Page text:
PGA Championship 2017 Diary: Michael Phelps comes to support Jordan Spieth; Brooks Koepka ‘beans’ a marshal

Olympic swimming superstar Michael Phelps was at Quail Hollow on Thursday and he was following Jordan Spieth, who was quite pleased with that. Spieth said, “It was great. He has followed quite a few rounds. He's become a good friend and mentor. It's pretty awesome to have a mentor like that. He texted (me) earlier in the week. I think he was here for an outing and said he was going out to be out following today.”

Earlier on Tuesday, 23-year-old pop star Justin Bieber was spotted at the course.

Phelps, 32, holds the all-time record for Olympic gold medals with 23. He was in news in July during a simulated race with a computer-generated shark on the Discovery Channel. For the record, Phelps lost the race.

File image of Jordan Spieth. Reuters

File image of Jordan Spieth. Reuters

Brooks Koepka drills a marshal

Brooks Koepka ‘beaned’ a marshal on the 16th during his first round. Starting from the tenth, Koepka drilled a shot into the official, who was stunned by that hit. Luckily for the marshal and Koepka, the official got up and said he was fine and went home after a check-up.

When asked about the incident, Koepka said, “Yeah, he was fine. Well, I shouldn't say fine. He just got drilled in the head. I felt terrible about it. I mean, that's never fun to walk up and see somebody, you just drilled them. I drilled him in the head, which is probably the worst part. To be honest with you, I felt like crap.


“He (the marshal) was laughing and joking when I was up there, kept telling me, 'You got a good break.' I was like, well, still feel like crap. But yeah, I got his information, so I'll probably reach out to him tonight and see how he's doing. I'm sure he's going to have quite a big headache.”

Koepka apologised in person and gave him an autographed glove.

Jobs and not golf is the focus of North Carolina governor

North Carolina governor Roy Cooper was among those who dropped in at Quail Hollow on the first day of the PGA Championship. But Cooper made it clear that more than catching some action, he was more focused on pitching the state to prospective businesses.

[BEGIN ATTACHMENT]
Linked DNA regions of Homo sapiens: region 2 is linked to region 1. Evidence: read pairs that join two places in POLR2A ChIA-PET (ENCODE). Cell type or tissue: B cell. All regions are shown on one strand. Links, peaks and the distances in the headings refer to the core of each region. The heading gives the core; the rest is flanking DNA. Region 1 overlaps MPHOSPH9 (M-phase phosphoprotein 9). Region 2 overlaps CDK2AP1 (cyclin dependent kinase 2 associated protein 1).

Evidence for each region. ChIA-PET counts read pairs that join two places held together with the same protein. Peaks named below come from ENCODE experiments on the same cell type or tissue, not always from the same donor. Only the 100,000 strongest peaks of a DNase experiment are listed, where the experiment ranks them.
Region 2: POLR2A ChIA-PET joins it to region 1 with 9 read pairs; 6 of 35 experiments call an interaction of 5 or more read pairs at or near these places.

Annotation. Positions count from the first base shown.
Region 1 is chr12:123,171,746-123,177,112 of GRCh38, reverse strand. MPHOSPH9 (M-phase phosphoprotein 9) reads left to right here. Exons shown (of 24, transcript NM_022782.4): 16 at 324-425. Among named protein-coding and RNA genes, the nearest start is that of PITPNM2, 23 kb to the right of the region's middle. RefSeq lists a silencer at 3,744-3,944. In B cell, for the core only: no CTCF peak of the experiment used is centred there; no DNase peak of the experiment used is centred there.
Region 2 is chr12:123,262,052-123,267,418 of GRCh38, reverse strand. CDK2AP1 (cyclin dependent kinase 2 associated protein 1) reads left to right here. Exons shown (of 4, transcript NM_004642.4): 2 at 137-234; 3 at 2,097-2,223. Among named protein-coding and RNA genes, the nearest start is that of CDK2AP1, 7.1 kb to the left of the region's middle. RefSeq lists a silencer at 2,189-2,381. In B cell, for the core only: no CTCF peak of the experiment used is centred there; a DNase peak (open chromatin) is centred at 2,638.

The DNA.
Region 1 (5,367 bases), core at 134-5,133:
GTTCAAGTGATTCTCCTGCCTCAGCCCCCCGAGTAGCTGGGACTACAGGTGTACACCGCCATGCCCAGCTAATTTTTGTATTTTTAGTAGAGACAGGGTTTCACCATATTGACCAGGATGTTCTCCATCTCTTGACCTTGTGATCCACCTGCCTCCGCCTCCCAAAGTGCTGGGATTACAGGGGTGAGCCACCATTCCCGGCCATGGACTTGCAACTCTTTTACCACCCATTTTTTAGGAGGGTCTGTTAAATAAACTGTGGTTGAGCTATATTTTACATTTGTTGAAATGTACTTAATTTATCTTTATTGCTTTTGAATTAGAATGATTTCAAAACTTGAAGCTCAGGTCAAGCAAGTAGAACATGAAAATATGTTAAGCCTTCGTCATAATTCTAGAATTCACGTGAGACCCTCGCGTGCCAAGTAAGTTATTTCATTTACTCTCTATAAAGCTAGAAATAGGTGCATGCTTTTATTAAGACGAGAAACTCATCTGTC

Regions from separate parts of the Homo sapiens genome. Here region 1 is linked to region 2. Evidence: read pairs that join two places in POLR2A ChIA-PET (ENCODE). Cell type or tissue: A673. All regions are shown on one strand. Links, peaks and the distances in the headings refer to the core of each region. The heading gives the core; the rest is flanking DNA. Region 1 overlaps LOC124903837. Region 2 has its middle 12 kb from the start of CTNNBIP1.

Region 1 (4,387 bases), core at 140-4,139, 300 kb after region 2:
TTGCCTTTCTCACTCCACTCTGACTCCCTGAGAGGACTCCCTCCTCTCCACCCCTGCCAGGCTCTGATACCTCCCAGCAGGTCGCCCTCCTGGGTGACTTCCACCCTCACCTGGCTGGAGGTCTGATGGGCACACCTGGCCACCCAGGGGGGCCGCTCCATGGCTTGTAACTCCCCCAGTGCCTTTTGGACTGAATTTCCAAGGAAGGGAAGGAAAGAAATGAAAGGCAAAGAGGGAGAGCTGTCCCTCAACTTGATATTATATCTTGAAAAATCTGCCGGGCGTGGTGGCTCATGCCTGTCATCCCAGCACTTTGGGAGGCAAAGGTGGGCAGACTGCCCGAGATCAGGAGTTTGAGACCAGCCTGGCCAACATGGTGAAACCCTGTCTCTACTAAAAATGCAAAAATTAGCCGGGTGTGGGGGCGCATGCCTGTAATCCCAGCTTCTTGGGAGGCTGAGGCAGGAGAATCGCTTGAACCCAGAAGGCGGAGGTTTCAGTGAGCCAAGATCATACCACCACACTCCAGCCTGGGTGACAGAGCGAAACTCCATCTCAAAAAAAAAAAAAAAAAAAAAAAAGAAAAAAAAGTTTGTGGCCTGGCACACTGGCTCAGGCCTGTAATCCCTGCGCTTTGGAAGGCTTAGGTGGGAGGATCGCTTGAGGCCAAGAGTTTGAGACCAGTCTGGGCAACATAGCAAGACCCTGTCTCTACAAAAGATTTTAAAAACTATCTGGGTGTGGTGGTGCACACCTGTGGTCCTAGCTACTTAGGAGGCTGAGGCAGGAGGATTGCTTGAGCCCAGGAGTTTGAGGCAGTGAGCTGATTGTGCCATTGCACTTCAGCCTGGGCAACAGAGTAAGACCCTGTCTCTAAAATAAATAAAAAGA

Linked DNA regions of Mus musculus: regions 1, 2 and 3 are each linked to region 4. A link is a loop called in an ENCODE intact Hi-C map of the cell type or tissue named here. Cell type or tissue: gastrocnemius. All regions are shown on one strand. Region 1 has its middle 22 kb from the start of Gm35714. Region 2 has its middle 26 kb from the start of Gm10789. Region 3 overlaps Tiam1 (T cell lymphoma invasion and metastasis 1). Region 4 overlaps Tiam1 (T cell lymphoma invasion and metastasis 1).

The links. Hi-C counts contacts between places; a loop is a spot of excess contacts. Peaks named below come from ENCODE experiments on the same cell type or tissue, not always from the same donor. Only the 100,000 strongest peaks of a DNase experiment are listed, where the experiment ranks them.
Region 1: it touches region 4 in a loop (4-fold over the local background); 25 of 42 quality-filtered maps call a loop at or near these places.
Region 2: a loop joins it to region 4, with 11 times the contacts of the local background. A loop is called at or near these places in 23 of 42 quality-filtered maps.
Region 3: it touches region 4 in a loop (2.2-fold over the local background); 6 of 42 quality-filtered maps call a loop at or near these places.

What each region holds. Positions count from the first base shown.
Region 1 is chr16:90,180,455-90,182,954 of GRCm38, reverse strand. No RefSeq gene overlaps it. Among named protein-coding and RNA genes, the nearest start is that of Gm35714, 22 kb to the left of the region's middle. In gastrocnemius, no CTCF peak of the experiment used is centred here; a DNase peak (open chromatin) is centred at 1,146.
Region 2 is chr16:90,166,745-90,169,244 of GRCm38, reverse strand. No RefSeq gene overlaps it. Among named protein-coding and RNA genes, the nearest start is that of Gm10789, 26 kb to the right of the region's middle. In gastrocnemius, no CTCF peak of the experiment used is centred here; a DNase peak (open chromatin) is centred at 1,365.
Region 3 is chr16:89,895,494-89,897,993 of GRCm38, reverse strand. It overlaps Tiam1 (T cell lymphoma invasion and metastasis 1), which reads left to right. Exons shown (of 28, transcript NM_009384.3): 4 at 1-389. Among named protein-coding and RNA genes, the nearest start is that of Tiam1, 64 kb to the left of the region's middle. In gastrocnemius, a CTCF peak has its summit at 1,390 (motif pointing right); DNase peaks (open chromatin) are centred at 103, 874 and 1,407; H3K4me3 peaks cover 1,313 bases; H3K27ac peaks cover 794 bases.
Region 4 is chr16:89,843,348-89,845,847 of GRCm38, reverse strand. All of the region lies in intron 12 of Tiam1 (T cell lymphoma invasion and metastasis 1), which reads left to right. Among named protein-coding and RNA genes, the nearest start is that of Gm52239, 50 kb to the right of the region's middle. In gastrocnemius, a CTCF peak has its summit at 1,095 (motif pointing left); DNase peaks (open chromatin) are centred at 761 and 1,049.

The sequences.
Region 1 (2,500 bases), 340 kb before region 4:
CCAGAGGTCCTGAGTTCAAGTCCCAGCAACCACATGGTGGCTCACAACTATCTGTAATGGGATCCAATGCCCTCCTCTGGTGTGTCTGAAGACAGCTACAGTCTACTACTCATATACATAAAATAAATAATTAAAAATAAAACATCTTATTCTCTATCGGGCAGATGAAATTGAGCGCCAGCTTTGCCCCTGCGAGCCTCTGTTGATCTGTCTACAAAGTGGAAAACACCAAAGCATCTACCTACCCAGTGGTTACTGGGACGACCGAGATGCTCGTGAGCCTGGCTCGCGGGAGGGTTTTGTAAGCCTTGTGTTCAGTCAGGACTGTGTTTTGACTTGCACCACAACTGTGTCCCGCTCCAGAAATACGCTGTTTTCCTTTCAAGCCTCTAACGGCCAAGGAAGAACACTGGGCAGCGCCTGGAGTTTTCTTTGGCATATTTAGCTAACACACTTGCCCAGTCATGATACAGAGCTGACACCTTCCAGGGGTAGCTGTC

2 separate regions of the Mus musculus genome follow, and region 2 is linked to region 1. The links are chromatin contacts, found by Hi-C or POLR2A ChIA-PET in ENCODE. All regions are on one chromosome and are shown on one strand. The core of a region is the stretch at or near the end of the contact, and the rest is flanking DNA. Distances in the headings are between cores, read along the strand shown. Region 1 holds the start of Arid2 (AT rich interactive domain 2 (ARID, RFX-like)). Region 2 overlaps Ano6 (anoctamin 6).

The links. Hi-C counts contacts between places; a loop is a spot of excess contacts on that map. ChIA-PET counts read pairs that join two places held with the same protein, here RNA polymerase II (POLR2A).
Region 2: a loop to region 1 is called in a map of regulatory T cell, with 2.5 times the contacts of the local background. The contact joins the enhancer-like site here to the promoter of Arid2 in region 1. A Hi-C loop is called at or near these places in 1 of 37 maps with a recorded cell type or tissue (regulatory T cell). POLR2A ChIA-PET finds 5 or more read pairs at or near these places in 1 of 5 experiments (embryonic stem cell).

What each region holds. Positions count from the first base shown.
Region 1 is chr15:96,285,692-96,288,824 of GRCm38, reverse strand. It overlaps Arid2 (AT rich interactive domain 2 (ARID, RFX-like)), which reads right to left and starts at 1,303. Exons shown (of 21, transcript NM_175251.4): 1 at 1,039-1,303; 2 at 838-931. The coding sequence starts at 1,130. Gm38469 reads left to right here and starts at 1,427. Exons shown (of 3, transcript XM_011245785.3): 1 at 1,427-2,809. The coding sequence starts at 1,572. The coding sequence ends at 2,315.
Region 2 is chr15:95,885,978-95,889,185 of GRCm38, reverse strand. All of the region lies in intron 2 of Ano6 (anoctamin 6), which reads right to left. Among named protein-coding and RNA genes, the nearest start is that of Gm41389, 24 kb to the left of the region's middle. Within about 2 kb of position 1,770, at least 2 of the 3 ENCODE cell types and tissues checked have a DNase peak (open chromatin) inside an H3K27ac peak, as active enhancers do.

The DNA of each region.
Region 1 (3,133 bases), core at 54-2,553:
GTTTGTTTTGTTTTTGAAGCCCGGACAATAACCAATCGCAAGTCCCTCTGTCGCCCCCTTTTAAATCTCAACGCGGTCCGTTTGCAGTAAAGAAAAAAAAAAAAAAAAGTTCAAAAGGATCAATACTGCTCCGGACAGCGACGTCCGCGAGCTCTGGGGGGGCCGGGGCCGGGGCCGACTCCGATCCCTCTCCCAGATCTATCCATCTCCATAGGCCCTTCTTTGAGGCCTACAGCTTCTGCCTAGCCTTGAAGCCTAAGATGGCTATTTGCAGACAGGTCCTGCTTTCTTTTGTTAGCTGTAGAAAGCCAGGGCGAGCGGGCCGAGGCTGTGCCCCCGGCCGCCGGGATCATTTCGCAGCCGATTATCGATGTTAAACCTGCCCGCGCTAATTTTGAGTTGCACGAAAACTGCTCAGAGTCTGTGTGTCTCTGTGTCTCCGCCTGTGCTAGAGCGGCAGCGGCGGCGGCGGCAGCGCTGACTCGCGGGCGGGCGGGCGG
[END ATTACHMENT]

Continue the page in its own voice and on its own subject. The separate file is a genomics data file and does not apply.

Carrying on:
“I’m going to be talking to business most of the day,” Cooper told reporters at the Quail Hollow Club course. “Hopefully, I’ll get to stand out and watch some holes.”

What’s in a name? Jacob or Thorbjørn?


Thorbjørn Olesen was the morning leader with four-under 67 in the first round. While everyone calls him ‘Thorbjørn’ it is actually not his first name. It is his middle name and the one which is used all over the golfing world. Well, by everyone except his mom, who calls him by his proper first name, Jacob. So, How did that happen?

Olesen explained, “I don't think I really decided it myself to be honest. In school, when I started in school, there was (sic) three Jacobs and so everybody called me Thorbjørn and then it just hanged on from there. I thought, why not, I'll still use it as a professional golfer. I think it's only really my mom that calls me Jacob. Yeah, everybody else calls me Thorbjørn.”

Big leap forward for Grayson Murray

Over the last two weeks, while the big boys were at the British Open and the WGC-Bridgestone Invitational, players like Grayson Murray and Chris Stroud were just trying to ensure they had a job for 2018 – that is making the PGA Tour card.

While Spieth was adding to his Major collection at Birkdale, Murray was at the Barbasol Championship. From being conditional on web.com he was now on PGA and then suddenly won the Barbasol to get into the PGA. Murray, 23, said, “My last two years, year-and-a-half has gone by fast. Went from conditional status on the web.com to turning that into two top-10s and getting through the shuffle last year and then turning that into the top 25 Money List finish. Then I won the finals event. So I got fully exempt this year, which is great.”

Chris Stroud replying to 1,400 texts, 55 voicemails and 100 emails

Chris Stroud was not even supposed to be here. And guess what, following his win at Barracuda he had 1,400 text messages, 55 voicemails and about 100 emails. “I have replied to every single one of them,” Stroud said. “I’m a big believer in that. I told a few guys after golf is gone and done for me, all you have left is people and the relationships you have. I care more about people than I do about my golf.”

After playing six staright events on Tour, Stroud was planning to head home to Houston this week. But his win at Barracuda, held opposite WGC-Bridgestone, got him into this week’s major at Quail Hollow. Stroud drove two hours to Sacramento, hopped on a plane to Charlotte on Monday and now he’s playing a seventh straight event – and sitting pretty after an opening bogey free three-under 68 at Quail Hollow.

So, what’s his secret? “But the truth is my caddie, any time I start talking about golf, he says, ‘No, no, we’re not going to talk about golf. Stay distracted.’ I have used so little energy out there, it’s incredible.” Stroud and his caddie have talked about a variety of subjects, from science and spirituality to the Houston Texans and Houston Astros. Anything to get his mind off golf, which might come in handy should Stroud once again find himself in the mix on a Sunday.


Published Date: Aug 11, 2017 09:05 pm | Updated Date: Aug 11, 2017 09:05 pm



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